“We wanted to have a strong presence there, as we were introducing ourselves to the families and neighborhood, to say, ‘You’re going to be seeing a lot of us here,’ ” Herbert said.
In December, it trained 25 early child educators from Brightmoor and other parts of Detroit and also Ypsilanti providers it had established relationships with, in its Pre-School-U curriculum, preparing them to hold their own parent workshops early this year.
During a series of community workshops focused on PBS KIDS ScratchJr, a visual programming language designed to introduce coding skills to children ages 5–7, children were challenged to put pieces together to get a character to move and dictate how she’d move, creating their own cartoons, of sorts, said Sasha Ferrell, 31, a mentor coach to the early Head Start staff at New St. Paul Tabernacle Head Start Agency Inc. in Detroit.
As an incentive to boost attendance, families attending all four workshops received a tablet to take home; others received a story book related to the concepts being taught, she said.
“Parents had no idea what to expect, but as the days went on, they were getting more and more interested,” working on the app at home and asking when the next DPTV sessions would be held, Ferrell said.
Where many parents previously saw DPTV’s programs primarily as cartoons, they are now becoming aware of their value in helping prepare children for school, Ferrell said.
The station is funding its efforts in Brightmoor with funding including U.S. Department of Education grant dollars as a contractor with the Corporation for Public Broadcasting, a $100,000 grant from the Max M. and Marjorie S. Fisher Foundation and a $300,000 grant from the Kresge Foundation made in December as part of the $50 million Hope Starts Here initiative launched last year with the W.K. Kellogg Foundation to strengthen early childhood education in Detroit.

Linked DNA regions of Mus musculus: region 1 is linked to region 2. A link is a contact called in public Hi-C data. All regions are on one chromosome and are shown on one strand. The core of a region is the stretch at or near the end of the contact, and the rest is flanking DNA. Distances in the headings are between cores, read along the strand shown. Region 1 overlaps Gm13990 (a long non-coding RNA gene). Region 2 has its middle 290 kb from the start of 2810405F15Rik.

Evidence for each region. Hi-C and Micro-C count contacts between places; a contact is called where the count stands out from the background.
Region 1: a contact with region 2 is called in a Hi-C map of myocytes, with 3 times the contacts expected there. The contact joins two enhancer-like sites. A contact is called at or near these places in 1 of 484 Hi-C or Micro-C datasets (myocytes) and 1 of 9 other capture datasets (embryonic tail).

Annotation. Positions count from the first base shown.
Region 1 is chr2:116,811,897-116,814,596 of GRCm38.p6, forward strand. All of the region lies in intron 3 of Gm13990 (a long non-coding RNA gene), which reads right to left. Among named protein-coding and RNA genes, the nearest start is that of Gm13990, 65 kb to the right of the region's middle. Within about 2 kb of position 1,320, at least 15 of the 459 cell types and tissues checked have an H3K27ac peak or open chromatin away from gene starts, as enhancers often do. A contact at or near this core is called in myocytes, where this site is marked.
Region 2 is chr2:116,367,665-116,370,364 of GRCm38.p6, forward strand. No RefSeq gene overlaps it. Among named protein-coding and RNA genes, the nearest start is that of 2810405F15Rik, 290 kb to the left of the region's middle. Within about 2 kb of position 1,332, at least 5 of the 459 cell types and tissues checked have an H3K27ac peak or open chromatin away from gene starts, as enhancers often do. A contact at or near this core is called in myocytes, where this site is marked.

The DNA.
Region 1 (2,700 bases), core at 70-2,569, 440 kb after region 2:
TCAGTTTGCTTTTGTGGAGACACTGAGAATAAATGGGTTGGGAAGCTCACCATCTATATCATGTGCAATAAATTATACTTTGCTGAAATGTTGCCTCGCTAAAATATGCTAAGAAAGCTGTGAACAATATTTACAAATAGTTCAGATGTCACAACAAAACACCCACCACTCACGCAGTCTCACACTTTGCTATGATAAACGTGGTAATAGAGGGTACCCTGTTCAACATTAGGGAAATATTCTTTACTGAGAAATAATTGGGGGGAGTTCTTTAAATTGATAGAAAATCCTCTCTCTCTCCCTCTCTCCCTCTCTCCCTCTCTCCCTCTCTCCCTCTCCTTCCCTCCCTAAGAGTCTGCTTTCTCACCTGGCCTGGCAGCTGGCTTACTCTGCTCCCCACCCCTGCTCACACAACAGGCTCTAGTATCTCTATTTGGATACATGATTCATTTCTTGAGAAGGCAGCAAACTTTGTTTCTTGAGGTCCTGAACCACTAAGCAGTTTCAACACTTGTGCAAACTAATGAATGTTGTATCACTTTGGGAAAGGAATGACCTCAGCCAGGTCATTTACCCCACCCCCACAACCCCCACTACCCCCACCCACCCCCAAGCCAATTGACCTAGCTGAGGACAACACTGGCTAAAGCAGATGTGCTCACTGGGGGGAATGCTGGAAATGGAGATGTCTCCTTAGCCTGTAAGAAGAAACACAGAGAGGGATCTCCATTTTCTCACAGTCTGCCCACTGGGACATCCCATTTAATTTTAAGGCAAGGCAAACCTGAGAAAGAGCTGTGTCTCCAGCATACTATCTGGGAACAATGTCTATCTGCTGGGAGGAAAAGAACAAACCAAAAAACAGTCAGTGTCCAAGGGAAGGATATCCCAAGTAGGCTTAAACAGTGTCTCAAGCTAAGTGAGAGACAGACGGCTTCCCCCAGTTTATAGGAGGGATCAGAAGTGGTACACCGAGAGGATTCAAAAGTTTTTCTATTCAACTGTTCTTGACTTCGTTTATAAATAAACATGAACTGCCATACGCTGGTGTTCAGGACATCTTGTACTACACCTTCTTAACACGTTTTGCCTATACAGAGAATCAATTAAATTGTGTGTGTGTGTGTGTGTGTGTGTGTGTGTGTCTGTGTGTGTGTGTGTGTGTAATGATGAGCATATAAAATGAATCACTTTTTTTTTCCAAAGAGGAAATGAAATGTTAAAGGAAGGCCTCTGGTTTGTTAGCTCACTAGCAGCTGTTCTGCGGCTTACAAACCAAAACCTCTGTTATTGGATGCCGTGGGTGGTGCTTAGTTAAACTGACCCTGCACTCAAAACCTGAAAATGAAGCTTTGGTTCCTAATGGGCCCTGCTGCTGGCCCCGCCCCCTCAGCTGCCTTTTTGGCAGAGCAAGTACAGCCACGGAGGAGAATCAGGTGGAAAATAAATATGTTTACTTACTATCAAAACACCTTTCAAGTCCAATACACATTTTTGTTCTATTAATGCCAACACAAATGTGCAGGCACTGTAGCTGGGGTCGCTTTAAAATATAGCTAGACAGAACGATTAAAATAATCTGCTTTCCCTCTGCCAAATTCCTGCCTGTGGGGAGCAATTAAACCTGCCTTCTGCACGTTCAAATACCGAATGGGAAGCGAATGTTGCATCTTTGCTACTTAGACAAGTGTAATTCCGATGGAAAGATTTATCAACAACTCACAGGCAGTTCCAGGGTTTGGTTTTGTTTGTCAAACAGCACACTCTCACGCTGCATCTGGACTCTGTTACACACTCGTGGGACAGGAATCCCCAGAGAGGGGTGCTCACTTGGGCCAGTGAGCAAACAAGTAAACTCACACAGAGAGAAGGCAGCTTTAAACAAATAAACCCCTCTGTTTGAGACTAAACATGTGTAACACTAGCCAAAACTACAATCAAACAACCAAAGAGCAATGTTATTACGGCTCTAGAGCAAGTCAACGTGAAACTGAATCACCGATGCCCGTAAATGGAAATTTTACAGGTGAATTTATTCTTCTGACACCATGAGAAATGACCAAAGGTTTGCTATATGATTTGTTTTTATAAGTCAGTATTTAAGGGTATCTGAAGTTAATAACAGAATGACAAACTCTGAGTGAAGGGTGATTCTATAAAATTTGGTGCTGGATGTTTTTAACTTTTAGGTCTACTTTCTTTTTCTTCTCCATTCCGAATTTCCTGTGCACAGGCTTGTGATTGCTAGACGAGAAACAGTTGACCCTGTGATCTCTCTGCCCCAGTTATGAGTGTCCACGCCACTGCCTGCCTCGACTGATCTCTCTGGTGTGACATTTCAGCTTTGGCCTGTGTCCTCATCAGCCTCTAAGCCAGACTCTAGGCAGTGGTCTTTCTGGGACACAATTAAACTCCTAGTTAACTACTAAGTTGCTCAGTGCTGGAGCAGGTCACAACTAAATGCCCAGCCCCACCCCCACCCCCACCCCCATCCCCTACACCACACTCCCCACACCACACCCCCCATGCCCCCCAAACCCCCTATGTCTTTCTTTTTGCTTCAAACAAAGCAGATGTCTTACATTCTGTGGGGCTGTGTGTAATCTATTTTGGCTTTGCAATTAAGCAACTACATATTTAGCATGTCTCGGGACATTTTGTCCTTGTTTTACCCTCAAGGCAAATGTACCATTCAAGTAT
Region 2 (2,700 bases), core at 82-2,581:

“We need all hands on deck to make Detroit a city that truly supports its children. It’s a challenge that goes beyond those who’ve traditionally thought of themselves as frontline educators and providers,” said Wendy Lewis Jackson, managing director for Kresge’s Detroit Program, in an emailed statement.
“It’s only fitting that a station that brings us ‘Sesame Street’ over the air is using its expertise in delivering high-quality programming to increasingly work with parents and educators on the ground, giving them the tools and techniques to nurture young minds … day in and day out,” Jackson said.
About $3.5 million of the station’s current $18 million budget is allocated for children’s programming and efforts to help increase school readiness. Homberg said the goal is to double that.
“There’s all kinds of things we’re kind of kicking around and learning. They’re teaching us: How do you come into a community and understand what’s there?”